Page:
Scriptural Delight 20



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G'day! Welcome to Partake and our continuing series "Scriptural Delights!"  Here is our twentieth podcast going through the tapestry of wonder that is Psalm 119!  Today we look at the eighteenth of its twenty-two letters, Tsadhe, and its verses 137 to 144.

137 Righteous are you, O LORD,

and your laws are right.

138 The statutes you have laid down are righteous;

they are fully trustworthy.

139 My zeal wears me out,

for my enemies ignore your words.

140 Your promises have been thoroughly tested,

and your servant loves them.

141 Though I am lowly and despised,

I do not forget your precepts.

142 Your righteousness is everlasting

and your law is true.

143 Trouble and distress have come upon me,

but your commands are my delight.

144 Your statutes are forever right;

give me understanding that I may live.

Thanks for reading, KD! - that was fabulous!  The study tonight was written and recorded by my mentor and friend, Jim Harris.  This is his 4th and last of his contribution to this series. Over to you, Jim!

Hello, and welcome to another study in Psalm 119. It covers verses 137-144 and each line in the Hebrew text starts with the letter ‘TSADHE'. The very first word in the NIV translation introduces the dominant theme in this stanza. It's about God and things being ‘right' or ‘righteous'. Cast your eyes over verses 137, 138, 142 and 144. Then, looking at them more closely, we get to see something like this.

v137. God is righteous. ‘Righteous are you, O Lord. This may be understood in terms of God's relationship with his people. He keeps his promises. He provides for their needs. He is faithful in all his deeds and ways. He always does what is right, for God cannot deny himself; God cannot lie; God cannot break his word, once given. Verse 140 reads, ‘Your promises have been thoroughly tested, and your servant loves them.' God is righteous. He's consistent.

If that is true, then what flows from God is also righteous. Verse 137 again, ‘You are righteous, O Lord, and your laws are right.' God gave his Law through Moses. The detailed laws within it were designed to shape the crowd of people who escaped from slavery in Egypt, into a coherent nation fit to live in the Promised Land, where they would show the rest of the world what the LORD was really like. At least, that was the intention, but its working out fell short of God's wishes, because his people were not altogether co-operative.

v138 has a similarly high view of God's statutes - another word describing the detail of God's Law. ‘The statutes you have laid down are righteous; they are fully trustworthy.' They flow from God, therefore they are as dependable and effective as God himself is. If God said it, then you can rely on it.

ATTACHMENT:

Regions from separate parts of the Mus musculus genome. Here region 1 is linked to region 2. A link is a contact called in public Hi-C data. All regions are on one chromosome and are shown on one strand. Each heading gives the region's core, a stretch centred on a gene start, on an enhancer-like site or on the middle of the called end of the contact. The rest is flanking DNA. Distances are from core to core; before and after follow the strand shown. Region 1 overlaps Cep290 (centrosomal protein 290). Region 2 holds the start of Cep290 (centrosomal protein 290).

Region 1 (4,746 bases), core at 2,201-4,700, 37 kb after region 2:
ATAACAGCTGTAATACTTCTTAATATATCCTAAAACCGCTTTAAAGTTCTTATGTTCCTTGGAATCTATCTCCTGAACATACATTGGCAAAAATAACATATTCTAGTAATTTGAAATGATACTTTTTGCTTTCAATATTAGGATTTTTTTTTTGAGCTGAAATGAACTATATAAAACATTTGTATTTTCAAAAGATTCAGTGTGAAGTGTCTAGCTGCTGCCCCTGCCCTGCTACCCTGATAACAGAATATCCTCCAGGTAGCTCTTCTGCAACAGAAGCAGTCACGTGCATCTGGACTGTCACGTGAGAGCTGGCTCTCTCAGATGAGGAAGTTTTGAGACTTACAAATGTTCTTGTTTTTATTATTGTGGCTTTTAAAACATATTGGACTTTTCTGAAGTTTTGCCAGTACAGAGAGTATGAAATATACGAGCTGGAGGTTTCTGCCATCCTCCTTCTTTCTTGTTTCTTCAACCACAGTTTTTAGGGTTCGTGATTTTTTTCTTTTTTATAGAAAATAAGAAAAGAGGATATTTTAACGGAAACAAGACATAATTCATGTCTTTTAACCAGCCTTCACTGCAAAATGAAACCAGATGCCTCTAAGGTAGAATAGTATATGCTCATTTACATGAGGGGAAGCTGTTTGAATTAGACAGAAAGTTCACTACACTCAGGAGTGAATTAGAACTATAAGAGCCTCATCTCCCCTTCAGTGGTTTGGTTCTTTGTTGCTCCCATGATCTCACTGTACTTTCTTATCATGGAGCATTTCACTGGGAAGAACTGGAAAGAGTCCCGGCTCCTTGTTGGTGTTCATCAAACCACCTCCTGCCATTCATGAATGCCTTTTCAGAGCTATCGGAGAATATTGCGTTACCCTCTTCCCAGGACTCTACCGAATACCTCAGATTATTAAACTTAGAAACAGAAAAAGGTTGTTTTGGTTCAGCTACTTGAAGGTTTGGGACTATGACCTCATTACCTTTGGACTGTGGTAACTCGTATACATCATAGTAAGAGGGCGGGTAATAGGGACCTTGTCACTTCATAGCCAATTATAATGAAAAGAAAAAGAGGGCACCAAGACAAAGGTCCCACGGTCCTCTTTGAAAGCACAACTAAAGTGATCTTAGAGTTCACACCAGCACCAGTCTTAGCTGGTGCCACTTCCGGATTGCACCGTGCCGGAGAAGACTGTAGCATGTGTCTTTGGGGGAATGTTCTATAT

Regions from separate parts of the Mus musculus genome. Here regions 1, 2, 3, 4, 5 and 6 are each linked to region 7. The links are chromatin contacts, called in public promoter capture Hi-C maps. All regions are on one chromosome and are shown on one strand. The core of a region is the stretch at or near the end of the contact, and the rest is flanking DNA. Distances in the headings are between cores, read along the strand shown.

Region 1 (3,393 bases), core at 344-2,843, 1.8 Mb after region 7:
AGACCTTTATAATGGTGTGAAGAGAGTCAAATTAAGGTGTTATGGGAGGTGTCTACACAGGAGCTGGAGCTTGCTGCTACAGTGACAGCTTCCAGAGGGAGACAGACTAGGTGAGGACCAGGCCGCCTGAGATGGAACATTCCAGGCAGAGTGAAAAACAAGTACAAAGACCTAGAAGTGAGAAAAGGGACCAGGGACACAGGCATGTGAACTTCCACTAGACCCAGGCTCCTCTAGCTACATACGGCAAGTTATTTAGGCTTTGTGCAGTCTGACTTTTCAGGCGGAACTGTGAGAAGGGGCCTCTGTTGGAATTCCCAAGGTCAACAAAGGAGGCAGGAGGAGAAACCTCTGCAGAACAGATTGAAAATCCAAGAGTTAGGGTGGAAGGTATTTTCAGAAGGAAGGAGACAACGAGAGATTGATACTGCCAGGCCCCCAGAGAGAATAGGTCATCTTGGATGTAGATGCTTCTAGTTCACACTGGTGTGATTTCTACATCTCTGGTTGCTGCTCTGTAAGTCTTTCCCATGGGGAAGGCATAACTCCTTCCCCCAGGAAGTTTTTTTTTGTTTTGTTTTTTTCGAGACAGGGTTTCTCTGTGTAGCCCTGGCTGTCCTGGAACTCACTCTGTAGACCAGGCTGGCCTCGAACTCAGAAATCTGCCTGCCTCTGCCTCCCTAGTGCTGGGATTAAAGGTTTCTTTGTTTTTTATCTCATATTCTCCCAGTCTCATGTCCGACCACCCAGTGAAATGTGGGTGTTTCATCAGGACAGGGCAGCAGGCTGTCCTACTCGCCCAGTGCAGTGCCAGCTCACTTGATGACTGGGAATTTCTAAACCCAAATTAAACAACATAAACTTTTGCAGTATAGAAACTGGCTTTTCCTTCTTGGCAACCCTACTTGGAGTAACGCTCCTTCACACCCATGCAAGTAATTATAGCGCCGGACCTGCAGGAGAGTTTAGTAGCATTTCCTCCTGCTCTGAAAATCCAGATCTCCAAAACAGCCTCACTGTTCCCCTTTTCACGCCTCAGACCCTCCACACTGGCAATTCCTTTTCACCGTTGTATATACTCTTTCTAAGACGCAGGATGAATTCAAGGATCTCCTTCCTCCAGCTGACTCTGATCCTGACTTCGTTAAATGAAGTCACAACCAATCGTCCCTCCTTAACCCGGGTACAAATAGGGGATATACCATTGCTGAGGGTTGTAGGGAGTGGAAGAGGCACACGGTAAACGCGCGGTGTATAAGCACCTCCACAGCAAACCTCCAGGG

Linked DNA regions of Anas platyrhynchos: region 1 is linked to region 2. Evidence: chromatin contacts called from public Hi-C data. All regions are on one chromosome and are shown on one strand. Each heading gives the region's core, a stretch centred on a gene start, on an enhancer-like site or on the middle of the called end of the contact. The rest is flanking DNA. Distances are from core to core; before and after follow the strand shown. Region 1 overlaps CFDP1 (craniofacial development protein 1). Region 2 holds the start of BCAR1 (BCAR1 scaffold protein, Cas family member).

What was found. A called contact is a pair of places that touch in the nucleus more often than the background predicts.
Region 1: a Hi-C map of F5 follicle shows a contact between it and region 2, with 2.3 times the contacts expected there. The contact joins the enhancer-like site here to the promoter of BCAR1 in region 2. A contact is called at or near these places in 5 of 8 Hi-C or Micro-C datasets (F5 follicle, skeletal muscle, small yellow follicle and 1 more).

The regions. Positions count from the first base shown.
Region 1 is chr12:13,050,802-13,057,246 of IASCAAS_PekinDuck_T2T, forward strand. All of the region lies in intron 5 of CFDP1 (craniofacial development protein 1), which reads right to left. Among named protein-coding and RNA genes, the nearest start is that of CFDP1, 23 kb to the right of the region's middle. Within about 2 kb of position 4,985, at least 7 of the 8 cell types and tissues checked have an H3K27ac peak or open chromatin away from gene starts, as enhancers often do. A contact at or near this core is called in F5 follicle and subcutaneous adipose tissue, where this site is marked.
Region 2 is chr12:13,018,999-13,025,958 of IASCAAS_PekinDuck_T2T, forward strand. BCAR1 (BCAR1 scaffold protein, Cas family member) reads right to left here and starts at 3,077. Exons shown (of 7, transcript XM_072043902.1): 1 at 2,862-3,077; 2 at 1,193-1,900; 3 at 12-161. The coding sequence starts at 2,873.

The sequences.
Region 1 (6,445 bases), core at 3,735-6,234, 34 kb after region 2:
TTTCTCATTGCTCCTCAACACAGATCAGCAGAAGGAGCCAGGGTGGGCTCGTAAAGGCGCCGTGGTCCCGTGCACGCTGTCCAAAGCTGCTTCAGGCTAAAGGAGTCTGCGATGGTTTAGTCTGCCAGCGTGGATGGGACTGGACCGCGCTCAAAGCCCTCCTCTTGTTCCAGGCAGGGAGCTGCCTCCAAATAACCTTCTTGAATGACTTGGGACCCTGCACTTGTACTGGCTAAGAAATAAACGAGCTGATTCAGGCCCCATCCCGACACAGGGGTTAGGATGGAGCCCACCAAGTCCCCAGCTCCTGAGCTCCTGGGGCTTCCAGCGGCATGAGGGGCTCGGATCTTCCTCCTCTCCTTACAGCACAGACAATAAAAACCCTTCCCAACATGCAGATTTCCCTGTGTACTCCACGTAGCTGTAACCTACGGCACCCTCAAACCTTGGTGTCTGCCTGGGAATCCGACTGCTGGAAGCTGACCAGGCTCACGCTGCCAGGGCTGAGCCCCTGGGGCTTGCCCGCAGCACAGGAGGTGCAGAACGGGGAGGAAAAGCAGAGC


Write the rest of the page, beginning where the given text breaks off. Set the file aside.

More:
v144 suggests the permanence of what God has said. ‘Your statutes are for ever right; give me understanding that I may live.' Most of what has occupied his thought in this Psalm was written well before he was born, some of it many centuries before, yet he sees it as still relevant to him, because it flows from the righteous God. In an earlier stanza, verses 89-90, he has already written, ‘Your word, O Lord, is eternal; it stands firm in the heavens. Your faithfulness continues through all generations.' The Lord isn't fickle or capricious, saying one thing now and a totally different thing a little later. You can build your life on God's word, just as Jesus spoke of the wise and foolish builders in Matthew chapter 7. Wise people always build on the truth that the Lord Jesus brought to us. And he, as Hebrews 13:8 tells us, ‘is the same yesterday and today and for ever.'

And, finally, in verse 142, he comes back to the Lord himself, commenting, ‘Your righteousness is everlasting and your law is true.' It all starts with the Lord, filters down through his Law - his word for his People - which, in turn shapes them to demonstrate what kind of a God he is. Let's remind ourselves once more, of 2 Timothy 3:16-17,

‘All Scripture is God-breathed and is useful for teaching, rebuking, correcting and training in righteousness, so that the man (or woman) of God may be thoroughly equipped for every good work.'

So, that is the thrust of this passage for those of us who have committed our lives to Christ and are listed among his people. We have the word of God to a much greater extent than the psalmist did, in that we have both Old and New Testaments. If we don't have an appetite to read and hear it, ask the Holy Spirit to make us hungry for it. If our lives are being shaped mostly by influences drawn from this world in which we live, let's open ourselves up to the Lord through Scripture, and ask the Holy Spirit to use it to make us more like the Lord himself, to whom we owe everything spiritually. If our reading of life's negative experiences causes us to doubt the goodness and love of God, let's soak our minds in the glorious truth of a passage like Romans chapter 8. If we have doubts about our salvation let's give ourselves, this Easter, to reading in the Gospels the four accounts of Jesus death and resurrection.

And so the list could go on, but it's time to close. I leave you with one of Scripture's famous 3:16s - Colossians 3:16, ‘Let the word of Christ dwell in you richly.' The Lord be with you.

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